Cytochrome P450 (P450) 2C9 is an important member of the P450 enzyme superfamily, with 58 CYP2C9 allelic variants previously reported. Genetic polymorphisms of CYP2C9 significantly influence the efficacy and safety of some drugs, which might cause adverse effects and therapeutic failure. The aim of this study was to assess the catalytic activities of 38 human CYP2C9 alleles, including 24 novel alleles (*36–*60) found in the Han Chinese population, toward bosentan (BOS) in vitro. Insect microsomes expressing the 38 CYP2C9 alleles were incubated with 10–625 μM bosentan for 30 minutes at 37°C and terminated by cooling to −80°C immediately. BOS and hydroxyl bosentan, the major metabolite of BOS, were analyzed by ultra-performance liquid chromatography–tandem mass spectrometry system. Thirty-eight defective alleles can be classified into three categories according to the relative clearance value compared with wild type: nine alleles exhibited significantly increased intrinsic clearance values (Vmax/Km) compared with the wild type (1.5-fold–∼4.9-fold relative clearance); nine alleles exhibited significantly reduced intrinsic clearance values compared with the wild type (0.6–28.9% relative clearance). The remaining 20 alleles exhibited no significant difference (1-fold) in enzyme activity compared with the wild type. These findings suggest that more attention should be directed to subjects carrying these infrequent CYP2C9 alleles when administering BOS in the clinic. This is the first report of all these rare alleles for BOS metabolism, providing fundamental data for further clinical studies on CYP2C9 alleles.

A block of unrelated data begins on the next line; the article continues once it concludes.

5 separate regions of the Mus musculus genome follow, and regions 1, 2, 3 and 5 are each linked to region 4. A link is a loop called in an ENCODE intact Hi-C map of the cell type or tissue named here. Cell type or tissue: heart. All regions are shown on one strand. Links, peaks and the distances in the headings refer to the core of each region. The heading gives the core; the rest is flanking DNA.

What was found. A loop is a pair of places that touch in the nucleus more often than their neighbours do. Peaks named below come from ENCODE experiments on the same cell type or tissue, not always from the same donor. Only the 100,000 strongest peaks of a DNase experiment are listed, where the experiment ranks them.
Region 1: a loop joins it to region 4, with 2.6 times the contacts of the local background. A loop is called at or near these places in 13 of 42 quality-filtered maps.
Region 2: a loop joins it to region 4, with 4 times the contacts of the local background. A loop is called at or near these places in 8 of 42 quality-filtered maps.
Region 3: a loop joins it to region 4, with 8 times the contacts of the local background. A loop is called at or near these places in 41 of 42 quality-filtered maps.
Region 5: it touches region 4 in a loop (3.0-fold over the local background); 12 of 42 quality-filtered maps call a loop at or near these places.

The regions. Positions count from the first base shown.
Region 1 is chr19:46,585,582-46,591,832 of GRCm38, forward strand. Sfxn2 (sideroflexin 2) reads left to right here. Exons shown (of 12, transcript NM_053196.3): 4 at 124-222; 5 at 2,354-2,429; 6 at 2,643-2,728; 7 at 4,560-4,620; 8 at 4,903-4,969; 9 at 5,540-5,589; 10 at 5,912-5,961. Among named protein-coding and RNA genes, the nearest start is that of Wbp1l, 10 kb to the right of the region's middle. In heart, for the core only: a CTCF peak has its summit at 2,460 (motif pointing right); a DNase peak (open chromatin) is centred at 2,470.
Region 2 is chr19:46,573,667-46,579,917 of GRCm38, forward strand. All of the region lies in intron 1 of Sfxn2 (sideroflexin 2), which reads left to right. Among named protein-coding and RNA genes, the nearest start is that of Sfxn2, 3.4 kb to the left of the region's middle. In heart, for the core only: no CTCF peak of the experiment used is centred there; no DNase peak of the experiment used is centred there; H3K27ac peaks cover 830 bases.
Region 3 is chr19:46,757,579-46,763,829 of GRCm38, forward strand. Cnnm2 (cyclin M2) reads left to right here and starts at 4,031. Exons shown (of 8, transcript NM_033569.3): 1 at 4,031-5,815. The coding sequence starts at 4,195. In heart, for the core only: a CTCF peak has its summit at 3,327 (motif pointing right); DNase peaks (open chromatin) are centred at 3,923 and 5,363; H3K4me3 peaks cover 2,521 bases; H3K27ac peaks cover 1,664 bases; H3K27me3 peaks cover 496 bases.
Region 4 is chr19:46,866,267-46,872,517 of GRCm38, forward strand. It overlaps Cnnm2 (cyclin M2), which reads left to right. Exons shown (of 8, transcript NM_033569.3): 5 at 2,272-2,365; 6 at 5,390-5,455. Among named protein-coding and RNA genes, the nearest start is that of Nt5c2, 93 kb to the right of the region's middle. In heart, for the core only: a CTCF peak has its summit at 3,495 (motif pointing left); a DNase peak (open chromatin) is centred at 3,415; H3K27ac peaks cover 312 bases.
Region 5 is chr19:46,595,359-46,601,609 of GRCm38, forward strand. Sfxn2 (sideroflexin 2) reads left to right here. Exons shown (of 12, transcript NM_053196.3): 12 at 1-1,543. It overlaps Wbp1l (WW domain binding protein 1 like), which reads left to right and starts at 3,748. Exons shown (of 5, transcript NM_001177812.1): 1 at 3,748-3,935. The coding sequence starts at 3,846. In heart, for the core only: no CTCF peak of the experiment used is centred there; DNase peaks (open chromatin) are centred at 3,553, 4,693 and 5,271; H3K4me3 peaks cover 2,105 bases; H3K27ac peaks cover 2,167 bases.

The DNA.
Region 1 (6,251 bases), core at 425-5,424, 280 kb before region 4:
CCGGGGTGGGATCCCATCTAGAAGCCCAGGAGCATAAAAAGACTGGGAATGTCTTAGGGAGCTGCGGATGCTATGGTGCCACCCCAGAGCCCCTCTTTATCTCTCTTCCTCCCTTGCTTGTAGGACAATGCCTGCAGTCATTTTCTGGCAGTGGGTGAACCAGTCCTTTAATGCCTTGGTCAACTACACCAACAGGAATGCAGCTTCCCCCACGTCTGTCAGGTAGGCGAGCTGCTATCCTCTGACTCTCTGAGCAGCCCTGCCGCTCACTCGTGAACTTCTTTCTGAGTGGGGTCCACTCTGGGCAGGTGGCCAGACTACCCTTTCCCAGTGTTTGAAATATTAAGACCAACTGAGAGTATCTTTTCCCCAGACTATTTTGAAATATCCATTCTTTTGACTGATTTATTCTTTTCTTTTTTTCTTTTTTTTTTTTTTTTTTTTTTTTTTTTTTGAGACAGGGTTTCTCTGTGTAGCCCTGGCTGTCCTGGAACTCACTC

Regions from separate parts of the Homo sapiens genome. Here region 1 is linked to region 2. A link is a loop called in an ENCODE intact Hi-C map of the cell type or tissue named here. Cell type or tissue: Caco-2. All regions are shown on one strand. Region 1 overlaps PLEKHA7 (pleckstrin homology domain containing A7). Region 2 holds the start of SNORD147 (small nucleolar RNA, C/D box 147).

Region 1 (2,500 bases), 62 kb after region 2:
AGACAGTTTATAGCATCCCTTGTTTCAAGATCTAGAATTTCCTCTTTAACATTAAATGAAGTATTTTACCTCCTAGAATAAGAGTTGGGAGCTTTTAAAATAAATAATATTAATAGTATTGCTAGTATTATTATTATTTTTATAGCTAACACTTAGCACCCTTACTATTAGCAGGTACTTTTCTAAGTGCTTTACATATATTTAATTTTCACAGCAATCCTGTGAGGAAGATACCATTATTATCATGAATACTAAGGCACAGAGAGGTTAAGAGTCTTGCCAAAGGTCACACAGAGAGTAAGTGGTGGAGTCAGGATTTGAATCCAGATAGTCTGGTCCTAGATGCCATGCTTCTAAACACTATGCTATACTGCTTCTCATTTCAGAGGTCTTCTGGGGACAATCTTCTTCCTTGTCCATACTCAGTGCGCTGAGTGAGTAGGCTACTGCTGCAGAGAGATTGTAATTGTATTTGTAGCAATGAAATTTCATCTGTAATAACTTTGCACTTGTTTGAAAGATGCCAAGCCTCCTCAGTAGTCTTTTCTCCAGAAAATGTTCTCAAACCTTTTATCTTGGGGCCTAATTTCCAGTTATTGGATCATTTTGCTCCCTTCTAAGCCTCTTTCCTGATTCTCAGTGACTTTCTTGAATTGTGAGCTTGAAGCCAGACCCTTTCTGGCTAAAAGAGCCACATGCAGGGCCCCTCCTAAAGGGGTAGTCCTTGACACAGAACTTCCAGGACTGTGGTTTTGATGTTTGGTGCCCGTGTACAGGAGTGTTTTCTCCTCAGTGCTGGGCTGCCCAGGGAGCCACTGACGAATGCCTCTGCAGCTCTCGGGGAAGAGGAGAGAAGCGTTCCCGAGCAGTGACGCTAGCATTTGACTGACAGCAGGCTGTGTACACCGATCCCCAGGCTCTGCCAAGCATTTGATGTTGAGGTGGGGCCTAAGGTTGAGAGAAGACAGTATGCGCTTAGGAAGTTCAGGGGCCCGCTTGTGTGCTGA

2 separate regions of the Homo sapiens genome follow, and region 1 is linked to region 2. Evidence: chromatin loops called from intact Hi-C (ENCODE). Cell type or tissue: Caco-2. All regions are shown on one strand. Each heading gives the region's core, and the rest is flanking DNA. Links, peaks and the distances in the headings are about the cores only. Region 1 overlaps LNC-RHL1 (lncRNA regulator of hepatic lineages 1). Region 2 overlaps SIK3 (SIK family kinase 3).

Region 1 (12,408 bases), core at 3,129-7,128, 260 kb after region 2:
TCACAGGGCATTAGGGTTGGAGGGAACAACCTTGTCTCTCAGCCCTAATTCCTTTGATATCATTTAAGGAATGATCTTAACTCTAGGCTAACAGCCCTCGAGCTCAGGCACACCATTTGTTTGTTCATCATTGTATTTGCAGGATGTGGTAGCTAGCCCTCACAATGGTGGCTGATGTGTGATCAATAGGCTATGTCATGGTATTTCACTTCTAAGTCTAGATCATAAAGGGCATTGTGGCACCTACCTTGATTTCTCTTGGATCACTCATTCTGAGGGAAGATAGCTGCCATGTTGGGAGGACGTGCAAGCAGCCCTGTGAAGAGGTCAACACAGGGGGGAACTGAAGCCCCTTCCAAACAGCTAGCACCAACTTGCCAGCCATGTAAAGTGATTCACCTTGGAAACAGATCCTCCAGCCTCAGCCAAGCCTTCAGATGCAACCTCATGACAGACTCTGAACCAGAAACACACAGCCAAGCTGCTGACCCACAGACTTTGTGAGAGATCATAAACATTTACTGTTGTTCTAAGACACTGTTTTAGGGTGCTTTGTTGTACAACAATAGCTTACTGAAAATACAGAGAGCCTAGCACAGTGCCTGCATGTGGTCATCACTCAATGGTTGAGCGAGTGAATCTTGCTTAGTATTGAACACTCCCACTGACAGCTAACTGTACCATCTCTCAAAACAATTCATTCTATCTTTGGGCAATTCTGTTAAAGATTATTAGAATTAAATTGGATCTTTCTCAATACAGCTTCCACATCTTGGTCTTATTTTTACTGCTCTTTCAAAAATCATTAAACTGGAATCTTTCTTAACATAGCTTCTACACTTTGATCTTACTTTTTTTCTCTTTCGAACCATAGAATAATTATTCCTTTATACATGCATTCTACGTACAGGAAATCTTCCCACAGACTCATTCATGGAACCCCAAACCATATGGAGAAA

Genetic polymorphisms of CYP2C9 significantly influence the pharmacokinetics and pharmacodynamics of some drugs, which might result in adverse drug effects and therapeutic failure. CYP2C9 constitutes ∼20% of the cytochrome P450 (P450) protein content in human liver microsomes, and it is responsible for clearing ∼15% of drugs that undergo phase I metabolism (Schwarz, 2003; Van Booven et al., 2010). Accumulating evidence indicates that CYP2C9 ranks among the most important drug-metabolizing enzymes in humans. This enzyme hydroxylates weakly acidic or neutral drugs of diverse therapeutic categories, including the hypoglycemic agents tolbutamide and glimepiride, the nonsteroidal anti-inflammatory drugs flurbiprofen and diclofenac, the antihypertensive losartan, the diuretic torsemide, the anticonvulsant phenytoin, and the anticoagulant warfarin (Rettie and Jones, 2005). Genetic polymorphisms of CYP2C9 can lead to wide interindividual variations in drug metabolism (Thakkar et al., 2012). To date, at least 58 allelic variants of CYP2C9 have been reported, and most of these are found in Asian populations (http://www.cypalleles.ki.se/cyp2c9.htm). Among them, CYP2C9 alleles *2 and *3, the most common allelic variants, have been well studied both in vivo and in vitro over the last few years (Tang et al., 1999; Yasar et al., 2001; Ali et al., 2009). Dai et al. have analyzed the CYP2C9 polymorphisms in 2127 people of Han population and discovered 37 kinds of new mutation sites, 21 of which could lead to a change in amino acid coding. Twenty-one kinds of new mutation sites have been nominated as new allele CYP2C9*36–*56 (Dai et al., 2014b). Luo et al. (unpublished data) analyzed the CYP2C9 polymorphisms in the same samples and discovered three kinds of new mutation sites that could lead to a change of amino acid coding (P337T, I434F, L467P); among them, P337T has been submitted to the Human Cytochrome P450 Allele Nomenclature Committee and nominated as new allele CYP2C9*58. The I434F (CYP2C9*59), L467P (CYP2C9*60) are under way.